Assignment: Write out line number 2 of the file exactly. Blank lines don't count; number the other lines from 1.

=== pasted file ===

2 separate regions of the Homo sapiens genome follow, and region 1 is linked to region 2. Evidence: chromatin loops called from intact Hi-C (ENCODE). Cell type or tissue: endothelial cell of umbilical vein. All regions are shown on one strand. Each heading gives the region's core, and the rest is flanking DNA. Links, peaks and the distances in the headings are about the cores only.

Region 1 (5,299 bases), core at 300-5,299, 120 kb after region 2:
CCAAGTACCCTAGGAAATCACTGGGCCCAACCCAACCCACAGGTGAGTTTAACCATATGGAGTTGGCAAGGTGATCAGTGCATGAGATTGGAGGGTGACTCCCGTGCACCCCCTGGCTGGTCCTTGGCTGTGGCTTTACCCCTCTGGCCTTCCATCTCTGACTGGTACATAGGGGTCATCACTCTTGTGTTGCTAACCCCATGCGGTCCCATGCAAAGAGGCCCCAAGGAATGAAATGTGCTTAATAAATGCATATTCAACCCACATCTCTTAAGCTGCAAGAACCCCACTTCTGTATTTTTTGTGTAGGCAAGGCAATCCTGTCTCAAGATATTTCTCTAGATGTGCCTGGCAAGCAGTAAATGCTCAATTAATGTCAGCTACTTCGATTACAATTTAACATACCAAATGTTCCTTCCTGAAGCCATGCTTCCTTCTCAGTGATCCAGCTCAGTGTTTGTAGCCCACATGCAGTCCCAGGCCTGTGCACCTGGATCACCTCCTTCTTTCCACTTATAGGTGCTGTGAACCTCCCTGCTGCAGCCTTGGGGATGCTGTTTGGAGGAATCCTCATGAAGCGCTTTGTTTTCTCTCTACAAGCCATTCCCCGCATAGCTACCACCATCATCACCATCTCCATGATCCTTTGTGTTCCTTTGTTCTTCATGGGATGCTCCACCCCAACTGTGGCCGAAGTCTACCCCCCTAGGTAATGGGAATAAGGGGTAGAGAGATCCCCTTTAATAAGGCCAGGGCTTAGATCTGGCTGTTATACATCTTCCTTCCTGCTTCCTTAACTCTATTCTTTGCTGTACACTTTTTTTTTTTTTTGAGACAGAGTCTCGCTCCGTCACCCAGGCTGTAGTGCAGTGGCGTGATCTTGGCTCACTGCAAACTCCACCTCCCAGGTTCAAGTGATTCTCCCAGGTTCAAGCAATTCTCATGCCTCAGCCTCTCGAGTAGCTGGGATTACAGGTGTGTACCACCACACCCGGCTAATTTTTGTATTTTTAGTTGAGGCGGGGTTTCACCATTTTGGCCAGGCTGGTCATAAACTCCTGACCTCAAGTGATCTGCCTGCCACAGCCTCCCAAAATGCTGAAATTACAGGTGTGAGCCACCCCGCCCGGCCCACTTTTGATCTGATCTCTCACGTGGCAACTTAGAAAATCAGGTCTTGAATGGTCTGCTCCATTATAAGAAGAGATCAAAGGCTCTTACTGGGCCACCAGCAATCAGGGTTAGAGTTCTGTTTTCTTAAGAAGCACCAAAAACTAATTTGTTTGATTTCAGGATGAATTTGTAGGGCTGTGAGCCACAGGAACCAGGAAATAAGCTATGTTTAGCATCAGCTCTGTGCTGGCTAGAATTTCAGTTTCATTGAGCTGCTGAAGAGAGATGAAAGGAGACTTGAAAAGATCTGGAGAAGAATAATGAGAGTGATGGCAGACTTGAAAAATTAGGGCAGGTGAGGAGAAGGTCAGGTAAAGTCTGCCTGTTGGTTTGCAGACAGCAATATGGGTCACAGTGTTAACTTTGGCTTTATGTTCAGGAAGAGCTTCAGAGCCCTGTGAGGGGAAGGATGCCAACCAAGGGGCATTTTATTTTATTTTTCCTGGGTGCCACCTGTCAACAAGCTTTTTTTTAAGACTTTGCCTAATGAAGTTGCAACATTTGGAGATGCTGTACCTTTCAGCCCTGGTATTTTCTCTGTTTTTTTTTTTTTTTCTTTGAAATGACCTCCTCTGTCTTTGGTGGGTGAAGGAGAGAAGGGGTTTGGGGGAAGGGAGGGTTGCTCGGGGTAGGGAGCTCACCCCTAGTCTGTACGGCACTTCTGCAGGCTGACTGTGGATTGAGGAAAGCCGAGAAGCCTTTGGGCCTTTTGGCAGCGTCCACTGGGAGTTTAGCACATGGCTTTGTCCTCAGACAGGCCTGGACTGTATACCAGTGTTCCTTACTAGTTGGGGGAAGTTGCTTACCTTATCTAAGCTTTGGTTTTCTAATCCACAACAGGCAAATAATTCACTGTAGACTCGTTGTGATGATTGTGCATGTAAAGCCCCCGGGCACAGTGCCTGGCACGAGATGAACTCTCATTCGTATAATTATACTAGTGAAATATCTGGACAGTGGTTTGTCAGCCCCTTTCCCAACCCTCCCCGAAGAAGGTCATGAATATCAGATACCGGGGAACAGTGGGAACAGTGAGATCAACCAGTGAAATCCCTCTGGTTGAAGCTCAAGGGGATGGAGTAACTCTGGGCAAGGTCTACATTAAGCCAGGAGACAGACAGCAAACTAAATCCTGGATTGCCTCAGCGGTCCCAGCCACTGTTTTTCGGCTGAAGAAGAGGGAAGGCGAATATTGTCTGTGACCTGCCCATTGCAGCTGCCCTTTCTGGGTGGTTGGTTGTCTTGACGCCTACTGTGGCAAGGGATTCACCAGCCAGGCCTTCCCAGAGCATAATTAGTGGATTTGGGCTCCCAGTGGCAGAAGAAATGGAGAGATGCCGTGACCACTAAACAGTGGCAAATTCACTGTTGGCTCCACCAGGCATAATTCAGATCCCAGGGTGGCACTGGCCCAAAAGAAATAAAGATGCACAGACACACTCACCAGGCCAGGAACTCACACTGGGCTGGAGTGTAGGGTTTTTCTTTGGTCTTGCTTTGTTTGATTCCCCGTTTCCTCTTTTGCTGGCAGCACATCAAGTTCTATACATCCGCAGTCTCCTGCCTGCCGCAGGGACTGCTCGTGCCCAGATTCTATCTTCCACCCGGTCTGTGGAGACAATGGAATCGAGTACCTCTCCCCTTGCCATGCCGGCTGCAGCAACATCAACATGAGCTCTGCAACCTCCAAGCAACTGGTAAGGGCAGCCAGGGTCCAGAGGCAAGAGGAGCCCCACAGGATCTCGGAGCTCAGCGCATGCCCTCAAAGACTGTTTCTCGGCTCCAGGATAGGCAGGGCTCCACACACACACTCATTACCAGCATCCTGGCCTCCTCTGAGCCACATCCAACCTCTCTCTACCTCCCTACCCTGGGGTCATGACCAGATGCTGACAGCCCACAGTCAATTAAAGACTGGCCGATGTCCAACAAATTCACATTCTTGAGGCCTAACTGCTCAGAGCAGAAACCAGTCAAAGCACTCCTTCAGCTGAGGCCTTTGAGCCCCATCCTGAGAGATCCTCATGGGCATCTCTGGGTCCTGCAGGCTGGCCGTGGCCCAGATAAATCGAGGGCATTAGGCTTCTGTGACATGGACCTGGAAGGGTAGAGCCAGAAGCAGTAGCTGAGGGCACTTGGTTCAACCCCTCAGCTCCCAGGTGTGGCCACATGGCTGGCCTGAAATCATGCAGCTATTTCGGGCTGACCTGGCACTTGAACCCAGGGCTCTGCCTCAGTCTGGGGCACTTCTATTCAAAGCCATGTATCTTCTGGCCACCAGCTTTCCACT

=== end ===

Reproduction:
Region 1 (5,299 bases), core at 300-5,299, 120 kb after region 2: